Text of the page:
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Strategies to Attract and Retain Today's Tenant

March 19, 2017
 

Attracting and retaining good tenants is a property owner's most important business goal. Even in the best rental markets, it’s cheaper to retain a good tenant than to fill a vacancy. In a poor market, retaining tenants is the best way to avoid losses. When a tenant leaves, making the property rent ready costs money. Finding another good qualified tenant also takes time. In real estate, time is money. The national average cost of tenant turnover is equal to three month’s rent. This doesn't  include the lost rent during the vacancy. It makes good business sense to put your effort into retaining good tenants.

 

"Tenants are the heartbeat of buildings.
Without them, buildings are just bricks and mortar."

 


A satisfied tenant is not always a loyal tenant 

Much research indicates no connection exists between satisfaction and long term loyalty. A high level of tenant satisfaction does not mean they are, or will become loyal. Satisfied tenants stay until a better alternative presents itself, regardless of if their expectations are being met. Leaving is easy when there is no emotional connection or investment to the building. There is no long term commitment without loyalty. 


Tenant loyalty is what drives tenants to utilize your building services and remain longer. A tenant that feels connected to the building is “all in” and committed. The emotional connection is what makes all the difference.


What leads to tenant loyalty is a good experience and having their expectations met. Bad experiences lead to the tenant leaving and more turnover. 
 

 

How do owners drive tenant loyalty? Start with identifying the “gap” between desired and delivered experiences. Do you know what your tenants want and need? Don't guess, ask them. Delivering a better building experience than the competition is the ultimate competitive advantage. A postive tenant experience has pronounced affect on loyalty.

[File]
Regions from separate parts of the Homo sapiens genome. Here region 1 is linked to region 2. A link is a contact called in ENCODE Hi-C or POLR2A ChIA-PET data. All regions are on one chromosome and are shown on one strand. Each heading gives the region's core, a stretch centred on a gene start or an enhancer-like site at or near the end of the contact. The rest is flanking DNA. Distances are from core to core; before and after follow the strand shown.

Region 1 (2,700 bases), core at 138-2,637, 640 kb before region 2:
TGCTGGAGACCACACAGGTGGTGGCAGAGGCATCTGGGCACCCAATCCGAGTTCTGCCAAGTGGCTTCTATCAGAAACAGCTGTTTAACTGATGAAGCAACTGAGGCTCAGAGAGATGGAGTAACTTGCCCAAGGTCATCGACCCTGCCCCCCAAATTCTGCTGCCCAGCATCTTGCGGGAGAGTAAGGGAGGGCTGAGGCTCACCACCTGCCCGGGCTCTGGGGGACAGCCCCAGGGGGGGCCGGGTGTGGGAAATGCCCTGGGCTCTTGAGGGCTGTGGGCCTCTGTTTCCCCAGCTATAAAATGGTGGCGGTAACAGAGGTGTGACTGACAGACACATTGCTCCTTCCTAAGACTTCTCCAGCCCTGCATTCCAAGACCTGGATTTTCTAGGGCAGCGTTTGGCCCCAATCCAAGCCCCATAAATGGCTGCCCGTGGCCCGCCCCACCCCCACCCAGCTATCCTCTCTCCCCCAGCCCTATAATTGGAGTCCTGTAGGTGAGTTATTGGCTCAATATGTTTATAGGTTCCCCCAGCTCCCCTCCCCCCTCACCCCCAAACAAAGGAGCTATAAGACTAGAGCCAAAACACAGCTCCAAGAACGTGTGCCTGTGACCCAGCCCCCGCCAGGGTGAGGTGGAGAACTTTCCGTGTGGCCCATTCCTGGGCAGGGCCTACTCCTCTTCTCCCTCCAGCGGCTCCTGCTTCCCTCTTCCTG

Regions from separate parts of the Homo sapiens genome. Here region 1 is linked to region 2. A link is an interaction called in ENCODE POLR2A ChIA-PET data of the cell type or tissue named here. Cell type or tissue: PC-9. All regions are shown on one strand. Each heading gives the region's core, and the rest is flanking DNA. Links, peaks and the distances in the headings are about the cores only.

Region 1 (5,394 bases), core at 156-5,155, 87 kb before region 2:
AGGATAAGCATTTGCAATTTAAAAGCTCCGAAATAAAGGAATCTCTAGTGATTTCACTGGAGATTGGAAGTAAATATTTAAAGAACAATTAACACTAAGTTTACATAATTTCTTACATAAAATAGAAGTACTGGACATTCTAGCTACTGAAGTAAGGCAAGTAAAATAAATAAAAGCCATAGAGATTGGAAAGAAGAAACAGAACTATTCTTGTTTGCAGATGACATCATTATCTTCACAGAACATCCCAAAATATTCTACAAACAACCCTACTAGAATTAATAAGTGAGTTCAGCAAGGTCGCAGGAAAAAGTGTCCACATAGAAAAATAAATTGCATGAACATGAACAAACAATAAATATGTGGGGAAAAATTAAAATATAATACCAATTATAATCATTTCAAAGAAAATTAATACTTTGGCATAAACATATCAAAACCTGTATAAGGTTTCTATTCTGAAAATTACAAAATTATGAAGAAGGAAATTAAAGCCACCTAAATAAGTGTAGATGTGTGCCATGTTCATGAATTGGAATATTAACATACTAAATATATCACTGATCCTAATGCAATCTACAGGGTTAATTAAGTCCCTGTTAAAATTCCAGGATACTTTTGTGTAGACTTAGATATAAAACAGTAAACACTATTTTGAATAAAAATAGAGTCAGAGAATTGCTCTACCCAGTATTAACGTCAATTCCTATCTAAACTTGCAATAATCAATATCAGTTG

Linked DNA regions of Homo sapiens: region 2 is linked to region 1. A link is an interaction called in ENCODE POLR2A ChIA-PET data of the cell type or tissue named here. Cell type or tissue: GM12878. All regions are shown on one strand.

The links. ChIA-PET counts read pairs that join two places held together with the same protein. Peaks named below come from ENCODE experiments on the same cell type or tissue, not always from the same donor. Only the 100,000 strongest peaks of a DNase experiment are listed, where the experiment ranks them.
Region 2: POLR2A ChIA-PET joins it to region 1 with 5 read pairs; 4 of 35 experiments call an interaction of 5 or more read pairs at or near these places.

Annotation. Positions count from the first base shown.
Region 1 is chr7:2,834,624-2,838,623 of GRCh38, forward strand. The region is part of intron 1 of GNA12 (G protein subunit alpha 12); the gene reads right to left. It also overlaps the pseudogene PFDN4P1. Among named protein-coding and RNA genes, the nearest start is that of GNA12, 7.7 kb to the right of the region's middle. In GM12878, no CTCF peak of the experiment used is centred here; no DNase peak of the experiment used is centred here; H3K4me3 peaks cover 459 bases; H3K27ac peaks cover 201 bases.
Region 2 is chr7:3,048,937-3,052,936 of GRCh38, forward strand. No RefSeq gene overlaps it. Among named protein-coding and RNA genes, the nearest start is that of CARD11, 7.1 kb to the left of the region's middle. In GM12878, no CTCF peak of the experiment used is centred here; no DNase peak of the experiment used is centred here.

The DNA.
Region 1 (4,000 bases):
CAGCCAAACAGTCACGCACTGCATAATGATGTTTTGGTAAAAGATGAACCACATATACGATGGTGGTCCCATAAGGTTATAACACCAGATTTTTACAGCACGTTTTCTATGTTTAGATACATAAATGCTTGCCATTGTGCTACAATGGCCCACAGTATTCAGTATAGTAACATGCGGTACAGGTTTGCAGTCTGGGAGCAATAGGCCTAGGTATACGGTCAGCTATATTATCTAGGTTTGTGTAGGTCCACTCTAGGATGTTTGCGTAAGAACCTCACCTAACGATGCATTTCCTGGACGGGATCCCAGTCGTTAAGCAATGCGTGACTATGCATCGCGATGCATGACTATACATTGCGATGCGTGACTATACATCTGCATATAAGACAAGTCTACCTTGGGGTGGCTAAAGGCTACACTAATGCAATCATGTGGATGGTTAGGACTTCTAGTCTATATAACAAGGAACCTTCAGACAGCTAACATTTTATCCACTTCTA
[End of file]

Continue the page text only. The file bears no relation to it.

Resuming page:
For example, Buildingvibe uses analytics to measure if tenant expectations are being met.
This helps focus on removing dissatisfiers.
Property managers can’t drive tenants to loyalty if they’re dissatisfied. 



3 Key Tenant Retention Strategies


1. Streamline communication 

Today’s tenant wants faster and transparent communication. It's how they expect to communicate today. One way communication is not enough. Tenants are more satisfied when ownership shows genuine interest in listening. Staying in touch with what the tenant needs improves quality of service. Listening and taking appropriate action to address the tenant need is key. It's a continuous process and not something that occurs only when there's a problem. Replace email with a tenant portal to communicate, broadcast notifications, emergencies and announcements. 

2. Tenant engagement 

An informed tenant feels more engaged. Develop tenant loyalty through building a sense of community. Offer building events, parties, or informative seminars. Deliver content on what’s happening in surrounding area and cultural events. Keep tenants up to date with new building amenities and resources. Provide social gatherings for tenants to network and get to know each other.   

3. Collect and measure tenant feedback  

Know what matters to your tenants. Provide a simple way to survey, ask questions and measure tenants' responses. Collecting tenant feedback demonstrates the owner's interest in what the tenant has to say. Use feedback to make informed decisions about how to address what the tenant wants and needs. This helps take the guesswork out where improvements will make the most impact. Capital improvements are better aligned with what the tenant needs and wants.


Tenant expectations change

Increasing pace of innovation changes expectations for what represents good tenant service. It also influences what the tenant experience comprises of. Today’s tenants bring their experiences with them. This includes expectations of “the best” experiences to every other experience they have. The bar is set high with all the great amenities offered by the competition. Property owners need to act on the evolving nature of such expectations. 


What once was a “nice to have” amenity is now a basic requirement. As expectations change, so must property owners. They need to understand what their tenants want today to avoid playing catch up for tomorrow.